Ben Chavis

By Benjamin F. Chavis, Jr.
NNPA Columnist

Too often people who have experienced and endured long term oppression and suffering take for granted some of the socioeconomic and political indicators of progress. In other words, it is important periodically to assess both the setbacks and the gains that Black America has made during the past 50 years.

I regularly attend various Black conventions and conferences. Over the past few years, I have  noticed the emergence an underlying pessimistic sub-theme that increasingly permeates the gatherings of Black Americans.

Especially during the past several years, a dampening atmosphere of pessimism has been hovering over the national dialogue and debate within the Black American community.  Of course discussions and debates are usually healthy experiences for all people. Yet, I have recently witnessed a steady rise in the repressive and regressive forces of racial discrimination and injustice across America. Unfortunately, this has had a debilitating impact on the aspirations and spirit of Black Americans.

These are hard times for the majority of people in the United States who are still mired in poverty and facing long-term unemployment.  But the truth is we have had hard times before. Black Americans have always been able to overcome the most horrendous of adversities. Our progress was never measured by what the forces of oppression did, but rather the advancement of the interests of Black Americans. Progress was always first determined, defined and evaluated by what Black American leadership and the masses of people accomplished.

Even in the face of formidable injustice, we have a long track record of success and progress.  For proof, we need look no farther than Capitol Hill.  The significant local, regional, national, and international leadership of the Congressional Black Caucus (CBC) during the last 44 years has been simply outstanding.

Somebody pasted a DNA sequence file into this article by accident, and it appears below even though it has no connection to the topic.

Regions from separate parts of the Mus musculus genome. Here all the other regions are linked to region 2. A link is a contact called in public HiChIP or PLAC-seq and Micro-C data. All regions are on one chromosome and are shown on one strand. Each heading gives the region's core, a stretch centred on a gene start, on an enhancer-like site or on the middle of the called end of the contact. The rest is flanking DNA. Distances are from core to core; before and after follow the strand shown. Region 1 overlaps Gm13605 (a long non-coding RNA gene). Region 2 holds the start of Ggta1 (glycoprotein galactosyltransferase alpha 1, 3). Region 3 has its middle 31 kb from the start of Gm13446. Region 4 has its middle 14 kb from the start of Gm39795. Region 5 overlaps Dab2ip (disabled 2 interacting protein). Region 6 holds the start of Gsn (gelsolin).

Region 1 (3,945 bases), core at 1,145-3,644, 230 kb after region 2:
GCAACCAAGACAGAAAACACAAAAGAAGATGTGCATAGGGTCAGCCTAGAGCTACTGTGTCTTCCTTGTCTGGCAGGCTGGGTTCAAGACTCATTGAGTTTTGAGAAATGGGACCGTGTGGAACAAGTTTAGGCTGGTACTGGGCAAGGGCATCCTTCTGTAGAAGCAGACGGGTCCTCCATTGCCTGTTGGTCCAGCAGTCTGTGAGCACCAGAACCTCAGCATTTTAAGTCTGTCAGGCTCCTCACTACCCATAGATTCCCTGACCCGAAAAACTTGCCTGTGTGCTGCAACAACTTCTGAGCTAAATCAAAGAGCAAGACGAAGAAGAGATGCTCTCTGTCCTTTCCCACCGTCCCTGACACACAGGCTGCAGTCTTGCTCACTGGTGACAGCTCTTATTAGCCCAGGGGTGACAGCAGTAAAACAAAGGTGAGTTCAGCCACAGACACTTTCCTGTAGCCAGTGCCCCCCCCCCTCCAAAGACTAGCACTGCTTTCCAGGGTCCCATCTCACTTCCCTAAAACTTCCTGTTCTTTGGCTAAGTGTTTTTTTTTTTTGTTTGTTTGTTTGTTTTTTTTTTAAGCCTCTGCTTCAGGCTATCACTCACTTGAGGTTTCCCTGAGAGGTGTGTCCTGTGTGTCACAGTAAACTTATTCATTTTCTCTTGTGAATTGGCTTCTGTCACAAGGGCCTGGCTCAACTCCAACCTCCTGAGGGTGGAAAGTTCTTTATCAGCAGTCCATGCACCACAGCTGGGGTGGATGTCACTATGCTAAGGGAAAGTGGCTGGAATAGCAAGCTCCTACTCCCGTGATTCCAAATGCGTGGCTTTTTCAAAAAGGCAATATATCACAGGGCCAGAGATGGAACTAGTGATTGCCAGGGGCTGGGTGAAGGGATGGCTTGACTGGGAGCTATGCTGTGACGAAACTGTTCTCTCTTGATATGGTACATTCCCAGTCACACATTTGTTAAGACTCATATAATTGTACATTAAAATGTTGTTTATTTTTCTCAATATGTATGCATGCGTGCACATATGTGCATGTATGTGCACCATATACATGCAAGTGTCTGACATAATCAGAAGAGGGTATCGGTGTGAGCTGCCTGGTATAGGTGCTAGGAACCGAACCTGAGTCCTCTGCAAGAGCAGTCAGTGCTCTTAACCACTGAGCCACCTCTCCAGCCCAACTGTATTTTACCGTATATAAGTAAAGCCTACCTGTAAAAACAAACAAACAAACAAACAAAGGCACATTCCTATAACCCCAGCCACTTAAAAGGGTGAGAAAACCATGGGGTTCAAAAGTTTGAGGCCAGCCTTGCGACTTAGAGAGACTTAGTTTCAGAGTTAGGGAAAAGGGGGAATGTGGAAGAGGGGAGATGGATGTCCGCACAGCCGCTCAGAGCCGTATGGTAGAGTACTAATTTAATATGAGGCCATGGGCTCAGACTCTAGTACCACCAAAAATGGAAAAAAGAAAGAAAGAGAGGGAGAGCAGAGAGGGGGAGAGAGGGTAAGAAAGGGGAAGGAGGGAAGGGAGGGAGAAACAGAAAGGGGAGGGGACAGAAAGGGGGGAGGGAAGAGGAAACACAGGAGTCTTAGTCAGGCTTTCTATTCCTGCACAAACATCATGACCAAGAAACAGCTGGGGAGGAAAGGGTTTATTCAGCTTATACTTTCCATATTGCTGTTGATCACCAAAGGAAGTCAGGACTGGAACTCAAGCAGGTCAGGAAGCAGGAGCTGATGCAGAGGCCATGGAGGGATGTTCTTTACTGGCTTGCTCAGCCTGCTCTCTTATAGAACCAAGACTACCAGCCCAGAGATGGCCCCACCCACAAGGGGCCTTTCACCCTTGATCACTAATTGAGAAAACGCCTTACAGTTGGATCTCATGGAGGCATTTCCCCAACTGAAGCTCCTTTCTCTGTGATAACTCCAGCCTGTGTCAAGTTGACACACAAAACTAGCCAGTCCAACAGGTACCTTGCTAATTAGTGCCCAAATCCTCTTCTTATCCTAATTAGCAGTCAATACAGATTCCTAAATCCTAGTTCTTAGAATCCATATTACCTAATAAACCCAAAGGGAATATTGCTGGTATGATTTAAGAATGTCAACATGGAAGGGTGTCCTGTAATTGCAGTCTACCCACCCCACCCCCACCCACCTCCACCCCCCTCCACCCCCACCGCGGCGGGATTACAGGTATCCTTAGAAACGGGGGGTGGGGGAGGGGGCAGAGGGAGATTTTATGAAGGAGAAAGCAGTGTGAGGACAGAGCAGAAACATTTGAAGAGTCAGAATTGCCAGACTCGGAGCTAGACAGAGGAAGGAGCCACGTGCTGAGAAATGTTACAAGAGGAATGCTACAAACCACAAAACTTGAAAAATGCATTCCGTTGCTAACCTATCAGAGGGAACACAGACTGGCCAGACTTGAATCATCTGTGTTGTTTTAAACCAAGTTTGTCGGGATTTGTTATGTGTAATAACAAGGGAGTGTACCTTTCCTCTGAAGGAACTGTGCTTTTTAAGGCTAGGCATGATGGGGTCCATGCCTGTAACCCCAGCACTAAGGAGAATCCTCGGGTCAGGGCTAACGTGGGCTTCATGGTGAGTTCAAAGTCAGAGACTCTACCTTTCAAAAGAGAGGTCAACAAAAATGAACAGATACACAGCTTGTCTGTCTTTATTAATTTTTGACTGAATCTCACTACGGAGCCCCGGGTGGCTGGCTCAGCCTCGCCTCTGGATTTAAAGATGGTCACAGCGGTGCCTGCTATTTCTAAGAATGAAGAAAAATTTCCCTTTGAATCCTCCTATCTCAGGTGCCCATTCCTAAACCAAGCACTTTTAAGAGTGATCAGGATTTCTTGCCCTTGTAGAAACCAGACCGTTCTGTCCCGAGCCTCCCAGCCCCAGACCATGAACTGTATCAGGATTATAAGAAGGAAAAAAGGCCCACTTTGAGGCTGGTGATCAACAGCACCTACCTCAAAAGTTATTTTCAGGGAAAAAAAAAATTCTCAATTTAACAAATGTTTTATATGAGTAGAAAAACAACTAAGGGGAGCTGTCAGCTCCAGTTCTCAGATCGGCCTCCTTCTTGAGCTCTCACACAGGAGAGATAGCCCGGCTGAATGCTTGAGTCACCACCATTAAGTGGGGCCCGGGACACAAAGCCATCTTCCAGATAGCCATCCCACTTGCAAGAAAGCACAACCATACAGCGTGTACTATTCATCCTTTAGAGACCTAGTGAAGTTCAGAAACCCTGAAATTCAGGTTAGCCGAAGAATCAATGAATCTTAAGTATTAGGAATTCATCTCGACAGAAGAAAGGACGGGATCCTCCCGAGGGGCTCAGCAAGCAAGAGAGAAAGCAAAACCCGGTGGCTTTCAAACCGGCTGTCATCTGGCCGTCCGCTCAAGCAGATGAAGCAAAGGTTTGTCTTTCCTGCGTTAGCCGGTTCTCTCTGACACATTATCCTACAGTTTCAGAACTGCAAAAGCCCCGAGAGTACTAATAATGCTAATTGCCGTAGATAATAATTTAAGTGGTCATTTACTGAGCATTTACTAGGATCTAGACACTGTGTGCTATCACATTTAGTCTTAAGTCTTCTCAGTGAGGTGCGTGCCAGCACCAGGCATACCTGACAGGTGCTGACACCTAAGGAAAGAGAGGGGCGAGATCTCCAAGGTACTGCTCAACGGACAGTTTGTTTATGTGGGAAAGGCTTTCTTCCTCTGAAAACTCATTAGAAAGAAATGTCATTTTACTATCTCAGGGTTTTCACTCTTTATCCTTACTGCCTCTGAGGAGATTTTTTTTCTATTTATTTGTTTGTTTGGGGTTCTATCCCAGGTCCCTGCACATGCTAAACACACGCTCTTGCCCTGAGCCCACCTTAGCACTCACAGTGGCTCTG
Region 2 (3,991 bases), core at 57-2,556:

I remember the founding of the CBC in 1971. Richard Nixon was in the White House and it was just three years after the assassination of Dr. Martin Luther King Jr. There was widespread worry in Black America about how to continue to push forward for civil rights.  The consensus was that we needed to focus on political empowerment at the congressional and municipal levels.

The original 13 founding member of the CBC were all noted and accomplished freedom fighters in their respective communities:  Congresswoman Shirley Chisholm (D-NY); and Congressmen Parren Mitchell (D-Md.), Charles B. Rangel (D-N.Y.), William “Bill” Clay, Sr. (D-Mo.), Ron Dellums (D-Calif.), George Collins (D-Ill., Louis Stokes (D-Ohio), Ralph Metcalfe (D-Ill., John Conyers (D-Mich.), Walter Fauntroy (D-D.C.), Robert Nix (D-Penn., Charles Diggs (D-Mich.) and Gus Hawkins (D-Calif.).

The CBC was bold and unapologetic at its birth to assert and to represent the interests of millions of Black Americans.  I remember when the CBC was initiated there was a concern by some conservative thinking people that to use the term “Black” in the name of the CBC would cause a negative reaction from mainstream America.  We thank God that the CBC all these years has not retreated from its boldness and assertive posture in the national body politic in America.

From the days of President Nixon to the days of President Barack Obama, the mission and constructive leadership role of the Congressional Black Caucus is still very much needed as a priority organization that well deserves the respect and support not only from Black Americans but also from all who believe in freedom, justice and equality.

Under the theme “It Starts With You,” the Congressional Black Caucus Foundation’s 44th Annual Legislative Conference attracted 10,000 Black Americans and others who lifted up and advocated for a comprehensive national agenda that will contribute to the present and future progress of Black America.  We thank Chairwoman Marcia Fudge for continuing the freedom fighting leadership tradition of the CBC.  To the more than 40 members of the CBC, today we express solidarity and a solid salute of support.

Benjamin F.Chavis, Jr. is the Interim President and CEO of the National Newspaper Publishers Association (NNPA) and can be reached for national advertisement sales and partnership proposals at:; and for lectures and other professional consultations at:


Dr. Benjamin F. Chavis

Dr. Benjamin F. Chavis, Jr. is presently the CEO & President of the National Newspaper Publishers Association and the President of Education Online Services Corporation (EOServe Corp), the world’s...

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